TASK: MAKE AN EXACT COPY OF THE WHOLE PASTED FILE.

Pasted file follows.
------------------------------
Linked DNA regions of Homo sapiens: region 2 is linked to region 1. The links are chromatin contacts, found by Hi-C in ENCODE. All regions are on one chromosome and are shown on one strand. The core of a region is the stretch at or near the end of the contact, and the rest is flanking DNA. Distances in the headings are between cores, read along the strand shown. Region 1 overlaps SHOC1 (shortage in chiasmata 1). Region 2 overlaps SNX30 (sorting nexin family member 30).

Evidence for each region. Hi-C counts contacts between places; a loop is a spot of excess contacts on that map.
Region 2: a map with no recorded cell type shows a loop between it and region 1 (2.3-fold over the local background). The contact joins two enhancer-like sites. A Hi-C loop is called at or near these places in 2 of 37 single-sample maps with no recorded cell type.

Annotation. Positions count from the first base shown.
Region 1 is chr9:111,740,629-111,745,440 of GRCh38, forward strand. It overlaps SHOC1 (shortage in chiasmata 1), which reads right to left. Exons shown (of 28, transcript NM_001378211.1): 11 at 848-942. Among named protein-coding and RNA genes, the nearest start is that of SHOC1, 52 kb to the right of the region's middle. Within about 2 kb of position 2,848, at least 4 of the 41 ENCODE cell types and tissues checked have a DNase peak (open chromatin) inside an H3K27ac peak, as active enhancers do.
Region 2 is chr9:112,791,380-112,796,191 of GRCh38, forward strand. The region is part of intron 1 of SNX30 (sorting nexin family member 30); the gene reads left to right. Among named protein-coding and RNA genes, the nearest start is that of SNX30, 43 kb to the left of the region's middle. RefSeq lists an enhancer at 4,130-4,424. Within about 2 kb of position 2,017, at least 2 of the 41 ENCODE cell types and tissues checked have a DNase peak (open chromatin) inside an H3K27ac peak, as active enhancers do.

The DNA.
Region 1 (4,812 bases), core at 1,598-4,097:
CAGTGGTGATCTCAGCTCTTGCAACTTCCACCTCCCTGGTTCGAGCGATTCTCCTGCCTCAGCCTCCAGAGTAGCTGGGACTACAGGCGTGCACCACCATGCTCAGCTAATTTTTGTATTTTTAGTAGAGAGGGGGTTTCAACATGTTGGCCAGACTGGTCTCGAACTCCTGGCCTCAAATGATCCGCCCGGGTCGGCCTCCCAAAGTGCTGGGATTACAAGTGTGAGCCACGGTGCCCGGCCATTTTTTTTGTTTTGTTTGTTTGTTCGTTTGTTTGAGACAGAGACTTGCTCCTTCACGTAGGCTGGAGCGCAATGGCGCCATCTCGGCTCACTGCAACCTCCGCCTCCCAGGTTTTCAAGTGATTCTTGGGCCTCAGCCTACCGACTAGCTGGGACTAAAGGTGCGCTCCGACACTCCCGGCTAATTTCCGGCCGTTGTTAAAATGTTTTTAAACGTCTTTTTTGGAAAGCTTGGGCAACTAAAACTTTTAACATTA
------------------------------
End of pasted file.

Linked DNA regions of Homo sapiens: region 2 is linked to region 1. The links are chromatin contacts, found by Hi-C in ENCODE. All regions are on one chromosome and are shown on one strand. The core of a region is the stretch at or near the end of the contact, and the rest is flanking DNA. Distances in the headings are between cores, read along the strand shown. Region 1 overlaps SHOC1 (shortage in chiasmata 1). Region 2 overlaps SNX30 (sorting nexin family member 30).

Evidence for each region. Hi-C counts contacts between places; a loop is a spot of excess contacts on that map.
Region 2: a map with no recorded cell type shows a loop between it and region 1 (2.3-fold over the local background). The contact joins two enhancer-like sites. A Hi-C loop is called at or near these places in 2 of 37 single-sample maps with no recorded cell type.

Annotation. Positions count from the first base shown.
Region 1 is chr9:111,740,629-111,745,440 of GRCh38, forward strand. It overlaps SHOC1 (shortage in chiasmata 1), which reads right to left. Exons shown (of 28, transcript NM_001378211.1): 11 at 848-942. Among named protein-coding and RNA genes, the nearest start is that of SHOC1, 52 kb to the right of the region's middle. Within about 2 kb of position 2,848, at least 4 of the 41 ENCODE cell types and tissues checked have a DNase peak (open chromatin) inside an H3K27ac peak, as active enhancers do.
Region 2 is chr9:112,791,380-112,796,191 of GRCh38, forward strand. The region is part of intron 1 of SNX30 (sorting nexin family member 30); the gene reads left to right. Among named protein-coding and RNA genes, the nearest start is that of SNX30, 43 kb to the left of the region's middle. RefSeq lists an enhancer at 4,130-4,424. Within about 2 kb of position 2,017, at least 2 of the 41 ENCODE cell types and tissues checked have a DNase peak (open chromatin) inside an H3K27ac peak, as active enhancers do.

The DNA.
Region 1 (4,812 bases), core at 1,598-4,097:
CAGTGGTGATCTCAGCTCTTGCAACTTCCACCTCCCTGGTTCGAGCGATTCTCCTGCCTCAGCCTCCAGAGTAGCTGGGACTACAGGCGTGCACCACCATGCTCAGCTAATTTTTGTATTTTTAGTAGAGAGGGGGTTTCAACATGTTGGCCAGACTGGTCTCGAACTCCTGGCCTCAAATGATCCGCCCGGGTCGGCCTCCCAAAGTGCTGGGATTACAAGTGTGAGCCACGGTGCCCGGCCATTTTTTTTGTTTTGTTTGTTTGTTCGTTTGTTTGAGACAGAGACTTGCTCCTTCACGTAGGCTGGAGCGCAATGGCGCCATCTCGGCTCACTGCAACCTCCGCCTCCCAGGTTTTCAAGTGATTCTTGGGCCTCAGCCTACCGACTAGCTGGGACTAAAGGTGCGCTCCGACACTCCCGGCTAATTTCCGGCCGTTGTTAAAATGTTTTTAAACGTCTTTTTTGGAAAGCTTGGGCAACTAAAACTTTTAACATTA